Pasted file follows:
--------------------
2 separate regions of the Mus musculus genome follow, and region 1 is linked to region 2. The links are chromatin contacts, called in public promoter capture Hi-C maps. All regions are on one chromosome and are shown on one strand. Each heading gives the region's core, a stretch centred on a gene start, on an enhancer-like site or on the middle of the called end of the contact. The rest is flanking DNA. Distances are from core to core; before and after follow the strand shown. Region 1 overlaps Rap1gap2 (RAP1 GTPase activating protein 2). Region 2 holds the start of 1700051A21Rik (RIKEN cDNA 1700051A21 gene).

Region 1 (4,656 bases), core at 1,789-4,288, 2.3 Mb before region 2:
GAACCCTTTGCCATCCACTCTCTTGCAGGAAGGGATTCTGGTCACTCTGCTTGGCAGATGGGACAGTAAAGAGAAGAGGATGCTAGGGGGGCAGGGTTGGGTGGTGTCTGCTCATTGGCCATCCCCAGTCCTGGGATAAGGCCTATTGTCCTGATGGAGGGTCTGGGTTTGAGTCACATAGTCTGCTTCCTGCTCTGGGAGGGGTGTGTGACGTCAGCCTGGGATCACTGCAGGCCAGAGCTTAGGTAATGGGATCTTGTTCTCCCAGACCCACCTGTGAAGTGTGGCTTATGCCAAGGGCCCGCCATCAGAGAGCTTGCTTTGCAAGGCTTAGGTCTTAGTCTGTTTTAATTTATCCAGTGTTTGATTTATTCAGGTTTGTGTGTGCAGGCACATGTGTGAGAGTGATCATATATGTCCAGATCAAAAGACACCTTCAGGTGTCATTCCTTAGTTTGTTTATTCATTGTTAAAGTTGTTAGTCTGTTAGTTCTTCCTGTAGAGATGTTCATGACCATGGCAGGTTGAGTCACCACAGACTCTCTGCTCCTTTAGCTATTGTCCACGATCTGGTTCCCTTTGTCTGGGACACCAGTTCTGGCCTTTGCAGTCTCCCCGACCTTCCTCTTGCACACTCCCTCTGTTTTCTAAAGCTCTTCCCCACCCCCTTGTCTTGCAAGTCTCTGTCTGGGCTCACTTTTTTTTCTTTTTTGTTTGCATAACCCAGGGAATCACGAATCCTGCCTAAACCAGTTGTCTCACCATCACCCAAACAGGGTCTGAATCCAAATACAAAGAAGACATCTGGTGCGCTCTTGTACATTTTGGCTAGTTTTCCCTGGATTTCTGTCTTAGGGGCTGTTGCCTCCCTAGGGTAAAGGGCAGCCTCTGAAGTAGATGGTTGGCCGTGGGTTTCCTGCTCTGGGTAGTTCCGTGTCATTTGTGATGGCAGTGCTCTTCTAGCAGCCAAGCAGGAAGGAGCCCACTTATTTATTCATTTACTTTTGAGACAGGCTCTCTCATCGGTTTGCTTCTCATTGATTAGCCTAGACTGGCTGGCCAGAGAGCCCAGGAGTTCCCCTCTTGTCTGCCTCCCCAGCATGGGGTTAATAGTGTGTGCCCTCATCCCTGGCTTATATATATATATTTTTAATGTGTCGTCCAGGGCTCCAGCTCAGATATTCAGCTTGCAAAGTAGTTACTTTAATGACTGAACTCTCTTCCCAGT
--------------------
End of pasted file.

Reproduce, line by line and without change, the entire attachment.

2 separate regions of the Mus musculus genome follow, and region 1 is linked to region 2. The links are chromatin contacts, called in public promoter capture Hi-C maps. All regions are on one chromosome and are shown on one strand. Each heading gives the region's core, a stretch centred on a gene start, on an enhancer-like site or on the middle of the called end of the contact. The rest is flanking DNA. Distances are from core to core; before and after follow the strand shown. Region 1 overlaps Rap1gap2 (RAP1 GTPase activating protein 2). Region 2 holds the start of 1700051A21Rik (RIKEN cDNA 1700051A21 gene).

Region 1 (4,656 bases), core at 1,789-4,288, 2.3 Mb before region 2:
GAACCCTTTGCCATCCACTCTCTTGCAGGAAGGGATTCTGGTCACTCTGCTTGGCAGATGGGACAGTAAAGAGAAGAGGATGCTAGGGGGGCAGGGTTGGGTGGTGTCTGCTCATTGGCCATCCCCAGTCCTGGGATAAGGCCTATTGTCCTGATGGAGGGTCTGGGTTTGAGTCACATAGTCTGCTTCCTGCTCTGGGAGGGGTGTGTGACGTCAGCCTGGGATCACTGCAGGCCAGAGCTTAGGTAATGGGATCTTGTTCTCCCAGACCCACCTGTGAAGTGTGGCTTATGCCAAGGGCCCGCCATCAGAGAGCTTGCTTTGCAAGGCTTAGGTCTTAGTCTGTTTTAATTTATCCAGTGTTTGATTTATTCAGGTTTGTGTGTGCAGGCACATGTGTGAGAGTGATCATATATGTCCAGATCAAAAGACACCTTCAGGTGTCATTCCTTAGTTTGTTTATTCATTGTTAAAGTTGTTAGTCTGTTAGTTCTTCCTGTAGAGATGTTCATGACCATGGCAGGTTGAGTCACCACAGACTCTCTGCTCCTTTAGCTATTGTCCACGATCTGGTTCCCTTTGTCTGGGACACCAGTTCTGGCCTTTGCAGTCTCCCCGACCTTCCTCTTGCACACTCCCTCTGTTTTCTAAAGCTCTTCCCCACCCCCTTGTCTTGCAAGTCTCTGTCTGGGCTCACTTTTTTTTCTTTTTTGTTTGCATAACCCAGGGAATCACGAATCCTGCCTAAACCAGTTGTCTCACCATCACCCAAACAGGGTCTGAATCCAAATACAAAGAAGACATCTGGTGCGCTCTTGTACATTTTGGCTAGTTTTCCCTGGATTTCTGTCTTAGGGGCTGTTGCCTCCCTAGGGTAAAGGGCAGCCTCTGAAGTAGATGGTTGGCCGTGGGTTTCCTGCTCTGGGTAGTTCCGTGTCATTTGTGATGGCAGTGCTCTTCTAGCAGCCAAGCAGGAAGGAGCCCACTTATTTATTCATTTACTTTTGAGACAGGCTCTCTCATCGGTTTGCTTCTCATTGATTAGCCTAGACTGGCTGGCCAGAGAGCCCAGGAGTTCCCCTCTTGTCTGCCTCCCCAGCATGGGGTTAATAGTGTGTGCCCTCATCCCTGGCTTATATATATATATTTTTAATGTGTCGTCCAGGGCTCCAGCTCAGATATTCAGCTTGCAAAGTAGTTACTTTAATGACTGAACTCTCTTCCCAGT